From these things, it follows,
§ 18. That when Christ speaks of his coming, his coming in his kingdom, &c. as being in that generation, and before some who were then alive should taste of death, there is no need of understanding him of his coming to the last judgment; but it may well be understood of his coming at the destruction of Jerusalem, which, as has been shown, he calls by these names, and which he also distinguishes from his coming to the last judgment, and consummation of all things. Yea,
19. It is evident, that he did not suppose his coming to the last judgment, and the consummation of all things, would be till a long time after the destruction of Jerusalem. The calling of the Gentiles, instead of the Jews, is spoken of as what should be principally after the destruction of Jerusalem; Matth. xxi. 41, 43; Luke xx. 15, 16; Matth. xxii. 7-10. But this, Christ himself speaks of as a gradual work in the parables of the grain and mustard seed, and of the leaven hid in three measures of meal; Matth. xiii. 31–33; Luke xiii. 19-21; Mark iv. 26-32. And it is very manifest, that Christ did not suppose the consummation of all things to take place, till long after the destruction of Jerusalem, Luke xxi. 24; where it is said of the Jews, that they should be led away captive into all nations, and Jerusalem should be trodden down of the Gentiles, till the times of the Gentiles should be fulfilled.
Jesus's prophecies, a proof that he was the Christ, and a divine person.
§ 1. As Christ wrought miracles in a very different manner from the prophets, acting therein in his own name, and as doing what he did of his own power and will: so, also, he uttered prophecies in a way very diverse from that of the ancient prophets. The ancient prophets, when they uttered their predictions, were wont to introduce them after this manner, Hear ye the word of the Lord; or, Thus saith the Lord; showing, that they did not speak of their own knowledge, but by special revelation and direction from God. Christ foretold things to come in a remarkably different manner and style, introducing his predictions, not with a Thus saith the Lord, but, Verily, verily, I say unto you, as Matth. xxiii. 36; xxiv. 34, 45; xxvi. 13, and 21; Mark xiv. 30; Luke xxi. 31, 32; John xiii. 38; xiv. 12; xvi. 20, 21, 22. The following place is very remarkable, showing what great authority Christ attributed to his own word in his predictions, Matth. xxiv. 34, 35. "Verily I say unto you, this generation shall not pass, till all these things be fulfilled. Heaven and earth shall pass away, but my words shall not pass away." These words are annexed to the chief prophecies that Christ ever uttered, which are contained in the 24th chapter of Matthew. See the same, Luke xxi. 31, 32.
§ 2. Christ foretold future events, and those to be accomplished after his death, not only as what he knew by his own knowledge, but what he himself would bring to pass, both future blessings to his church and people, and future calamity and destruction to those persons and people that were his enemies.
§3. First. He foretold great events for the benefit of his church, that he would bring to pass; John xiv. 12, 13, 14. "Verily, verily, I say unto you, He that believeth on me, the works that I do, he shall do also; and greater works than these shall he do, because I go to my Father. And whatsoever ye shall ask in my name, that I will do, that the Father may be glorified in the Son. If ye shall ask any thing in my name, I will do it." John xvi. 7-11. "Nevertheless, I tell you the truth; it is expedient for you that I go away. For, if I go not away, the Comforter will not come unto you. But if I depart, I will send him unto you. And when he is come, he will reprove the world of sin, of righteousness, and of judgment: of sin, because they believe not on me; of righteousness, because I go to my Father, and ye see me no more; of judg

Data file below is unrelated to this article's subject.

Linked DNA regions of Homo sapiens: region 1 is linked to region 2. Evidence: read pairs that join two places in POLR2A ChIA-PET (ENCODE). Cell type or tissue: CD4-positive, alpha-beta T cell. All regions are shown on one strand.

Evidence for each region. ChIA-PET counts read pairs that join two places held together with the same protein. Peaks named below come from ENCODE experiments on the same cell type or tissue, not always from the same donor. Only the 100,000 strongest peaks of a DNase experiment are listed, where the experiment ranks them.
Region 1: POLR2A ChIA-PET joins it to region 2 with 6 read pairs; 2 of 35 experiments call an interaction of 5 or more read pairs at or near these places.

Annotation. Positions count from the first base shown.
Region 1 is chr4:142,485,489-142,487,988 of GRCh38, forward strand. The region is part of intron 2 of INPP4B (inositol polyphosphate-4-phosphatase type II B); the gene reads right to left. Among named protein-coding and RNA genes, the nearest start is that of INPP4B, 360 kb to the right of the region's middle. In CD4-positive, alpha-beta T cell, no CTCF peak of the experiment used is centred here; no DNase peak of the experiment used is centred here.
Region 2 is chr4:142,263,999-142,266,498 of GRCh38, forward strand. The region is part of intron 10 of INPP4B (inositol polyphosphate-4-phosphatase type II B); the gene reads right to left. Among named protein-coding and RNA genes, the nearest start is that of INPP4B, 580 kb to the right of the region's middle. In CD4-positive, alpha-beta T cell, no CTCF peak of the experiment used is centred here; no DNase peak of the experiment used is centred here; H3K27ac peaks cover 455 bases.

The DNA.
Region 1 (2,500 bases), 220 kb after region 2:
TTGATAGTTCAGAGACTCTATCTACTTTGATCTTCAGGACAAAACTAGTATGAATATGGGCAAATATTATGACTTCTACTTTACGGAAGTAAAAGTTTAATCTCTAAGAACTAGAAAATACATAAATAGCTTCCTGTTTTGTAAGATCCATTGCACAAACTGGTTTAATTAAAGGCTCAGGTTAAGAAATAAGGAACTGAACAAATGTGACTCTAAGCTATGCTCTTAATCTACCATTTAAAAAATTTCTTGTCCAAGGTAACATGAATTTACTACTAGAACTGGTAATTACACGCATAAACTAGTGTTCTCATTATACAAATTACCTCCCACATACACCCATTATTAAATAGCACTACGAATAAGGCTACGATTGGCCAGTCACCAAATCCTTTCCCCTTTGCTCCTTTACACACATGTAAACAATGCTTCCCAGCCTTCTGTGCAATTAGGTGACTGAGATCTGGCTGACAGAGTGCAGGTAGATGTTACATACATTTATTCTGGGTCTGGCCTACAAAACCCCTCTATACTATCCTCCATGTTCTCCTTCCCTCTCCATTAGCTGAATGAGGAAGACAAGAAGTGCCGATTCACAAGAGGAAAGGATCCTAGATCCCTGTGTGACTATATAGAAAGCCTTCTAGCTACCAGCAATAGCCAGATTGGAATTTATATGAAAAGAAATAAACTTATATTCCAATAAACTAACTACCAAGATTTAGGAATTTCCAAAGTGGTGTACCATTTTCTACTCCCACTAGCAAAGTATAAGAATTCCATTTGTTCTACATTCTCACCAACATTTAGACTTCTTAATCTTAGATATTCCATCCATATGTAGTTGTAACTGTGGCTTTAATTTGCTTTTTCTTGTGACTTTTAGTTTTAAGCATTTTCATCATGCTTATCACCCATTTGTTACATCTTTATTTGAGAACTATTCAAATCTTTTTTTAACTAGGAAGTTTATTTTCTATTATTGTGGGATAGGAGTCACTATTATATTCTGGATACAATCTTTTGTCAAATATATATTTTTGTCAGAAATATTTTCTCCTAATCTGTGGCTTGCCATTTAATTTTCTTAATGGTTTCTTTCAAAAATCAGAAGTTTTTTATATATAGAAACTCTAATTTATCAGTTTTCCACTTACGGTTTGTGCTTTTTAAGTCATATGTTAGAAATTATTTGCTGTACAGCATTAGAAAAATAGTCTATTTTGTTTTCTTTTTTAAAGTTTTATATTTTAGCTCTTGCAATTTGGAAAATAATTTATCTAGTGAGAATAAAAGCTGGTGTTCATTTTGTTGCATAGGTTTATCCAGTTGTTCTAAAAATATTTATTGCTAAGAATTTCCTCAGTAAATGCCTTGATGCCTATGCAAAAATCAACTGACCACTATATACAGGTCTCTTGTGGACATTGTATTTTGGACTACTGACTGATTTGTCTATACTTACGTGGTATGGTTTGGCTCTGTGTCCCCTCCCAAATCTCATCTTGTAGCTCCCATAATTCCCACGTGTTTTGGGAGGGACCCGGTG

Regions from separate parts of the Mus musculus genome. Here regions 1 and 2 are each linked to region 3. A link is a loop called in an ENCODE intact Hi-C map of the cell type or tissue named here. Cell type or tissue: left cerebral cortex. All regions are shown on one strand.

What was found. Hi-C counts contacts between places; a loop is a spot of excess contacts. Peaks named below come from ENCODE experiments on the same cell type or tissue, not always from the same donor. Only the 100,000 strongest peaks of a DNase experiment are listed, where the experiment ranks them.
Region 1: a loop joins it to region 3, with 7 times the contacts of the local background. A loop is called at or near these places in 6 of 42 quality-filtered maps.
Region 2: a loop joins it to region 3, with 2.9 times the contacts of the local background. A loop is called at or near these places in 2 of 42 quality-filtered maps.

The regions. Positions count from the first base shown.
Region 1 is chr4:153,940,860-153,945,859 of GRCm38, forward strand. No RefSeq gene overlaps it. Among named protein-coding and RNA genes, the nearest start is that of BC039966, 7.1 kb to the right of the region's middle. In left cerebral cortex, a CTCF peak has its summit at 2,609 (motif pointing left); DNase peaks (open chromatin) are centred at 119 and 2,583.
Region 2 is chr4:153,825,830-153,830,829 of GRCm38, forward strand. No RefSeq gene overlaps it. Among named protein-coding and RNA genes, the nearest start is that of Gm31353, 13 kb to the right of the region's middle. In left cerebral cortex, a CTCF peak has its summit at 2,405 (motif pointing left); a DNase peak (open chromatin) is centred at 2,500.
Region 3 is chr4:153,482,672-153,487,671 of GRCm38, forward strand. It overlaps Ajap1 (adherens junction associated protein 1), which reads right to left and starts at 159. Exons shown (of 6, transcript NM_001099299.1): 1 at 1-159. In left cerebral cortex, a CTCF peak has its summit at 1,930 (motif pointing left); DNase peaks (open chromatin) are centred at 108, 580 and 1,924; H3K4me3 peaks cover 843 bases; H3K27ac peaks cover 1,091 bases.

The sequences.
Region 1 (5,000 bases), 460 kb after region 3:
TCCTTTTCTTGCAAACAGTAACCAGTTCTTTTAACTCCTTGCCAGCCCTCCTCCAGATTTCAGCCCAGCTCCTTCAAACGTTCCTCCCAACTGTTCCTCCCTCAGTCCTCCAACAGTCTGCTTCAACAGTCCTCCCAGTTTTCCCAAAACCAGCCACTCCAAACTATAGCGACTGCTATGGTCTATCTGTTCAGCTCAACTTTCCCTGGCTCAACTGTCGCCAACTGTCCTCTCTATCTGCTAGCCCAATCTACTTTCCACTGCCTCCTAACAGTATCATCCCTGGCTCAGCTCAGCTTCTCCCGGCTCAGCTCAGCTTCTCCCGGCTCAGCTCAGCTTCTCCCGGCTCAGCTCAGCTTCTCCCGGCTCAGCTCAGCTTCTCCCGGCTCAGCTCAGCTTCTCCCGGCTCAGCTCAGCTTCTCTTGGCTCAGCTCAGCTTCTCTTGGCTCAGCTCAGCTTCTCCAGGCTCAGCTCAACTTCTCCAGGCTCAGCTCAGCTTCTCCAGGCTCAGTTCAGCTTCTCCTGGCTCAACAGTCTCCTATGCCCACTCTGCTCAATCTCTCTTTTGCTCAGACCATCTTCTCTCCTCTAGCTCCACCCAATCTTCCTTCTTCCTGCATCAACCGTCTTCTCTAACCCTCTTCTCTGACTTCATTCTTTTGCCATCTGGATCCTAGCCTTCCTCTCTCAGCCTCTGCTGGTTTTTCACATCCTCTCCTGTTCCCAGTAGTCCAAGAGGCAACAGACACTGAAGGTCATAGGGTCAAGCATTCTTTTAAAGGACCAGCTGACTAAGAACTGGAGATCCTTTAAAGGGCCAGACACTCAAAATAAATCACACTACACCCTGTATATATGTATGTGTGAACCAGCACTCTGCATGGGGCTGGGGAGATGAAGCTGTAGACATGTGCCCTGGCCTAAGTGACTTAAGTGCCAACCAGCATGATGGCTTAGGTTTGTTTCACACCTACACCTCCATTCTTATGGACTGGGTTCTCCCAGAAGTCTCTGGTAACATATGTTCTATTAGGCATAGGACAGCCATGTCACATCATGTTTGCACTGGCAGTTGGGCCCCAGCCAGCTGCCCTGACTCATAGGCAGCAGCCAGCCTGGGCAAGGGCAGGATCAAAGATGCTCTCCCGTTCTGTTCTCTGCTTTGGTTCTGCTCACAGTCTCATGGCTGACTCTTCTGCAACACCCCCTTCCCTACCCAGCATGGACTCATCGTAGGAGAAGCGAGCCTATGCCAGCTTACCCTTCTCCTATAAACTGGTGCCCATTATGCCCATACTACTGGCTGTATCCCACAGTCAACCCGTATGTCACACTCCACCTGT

ment, because the prince of this world is judged." And ver. 20, 21, 22. "Verily, verily, I say unto you, That ye shall weep and lament; but the world shall rejoice, and ye shall be sorrowful. But your sorrow shall be turned into joy. And ye now therefore, have sorrow; but I will see you again, and your heart shall rejoice; and your joy no man taketh from you." See the whole of the 13th, 14th, 15th, and 16th chapters of John and Luke xxi. 15—18. "For I will give you a mouth and wisdom, which all your adversaries shall not be able to gainsay or resist. And ye shall be betrayed both by parents and brethren, and kinsfolks and friends; and some of you shall they cause to be put to death: and ye shall be hated of all men for my name's sake. But there shall not an hair "And behold I send
of your head perish." Luke xxiv. 49. the promise of my Father upon you. But tarry ye in the city of Jerusalem, until ye be endued with power from on high." So he foretold his own resurrection from the dead, as what he himself would bring to pass by his own power; John ii. 19. "Destroy this temple, and, in three days, I will raise it up :" John x. 17, 18. "I lay down my life, that I may take it again. No man taketh it from me. I have power to lay it down, and I have power to take it again." Mark xvi. 17, 18. "And these signs shall follow them that believe: In my name shall they cast out devils; they shall speak with new tongues; they shall take up serpents; and, if they drink any deadly thing, it shall not hurt them; they shall lay hands on the sick, and they shall recover."
§ 4. Secondly, He foretold many great events, implying awful calamity and destruction to his enemies, as what he himself would bring to pass. Thus he speaks of that mighty destruction of the Jewish nation by the Romans, as that from which he would have protected them, if they had believed on him; Matth. xxiii. 36, 37, 38. “Verily, I say unto you, all these things shall come on this generation. O Jerusalem, Jerusalem, thou that killest the prophets, and stonest them that are sent unto thee; how often would I have gathered thy children together, even as a hen gathereth her chickens under her wings, and ye would not! Behold your house is left unto you desolate." This destruction is spoken of as what he would bring upon them, as a punishment for their rejection and contempt. of him. Luke xix. 12, 13, 14. "He said, therefore, A certain nobleman went into a far country, to receive for himself a kingdom, and to return. And he called his ten servants and delivered them ten pounds, and said unto them, occupy till I come. But his citizens hated him, and sent a message after him, saying, we will not have this man to reign over us. With verse 27. "But those mine enemies, which would not that I should reign over them, bring hither, and slay before me."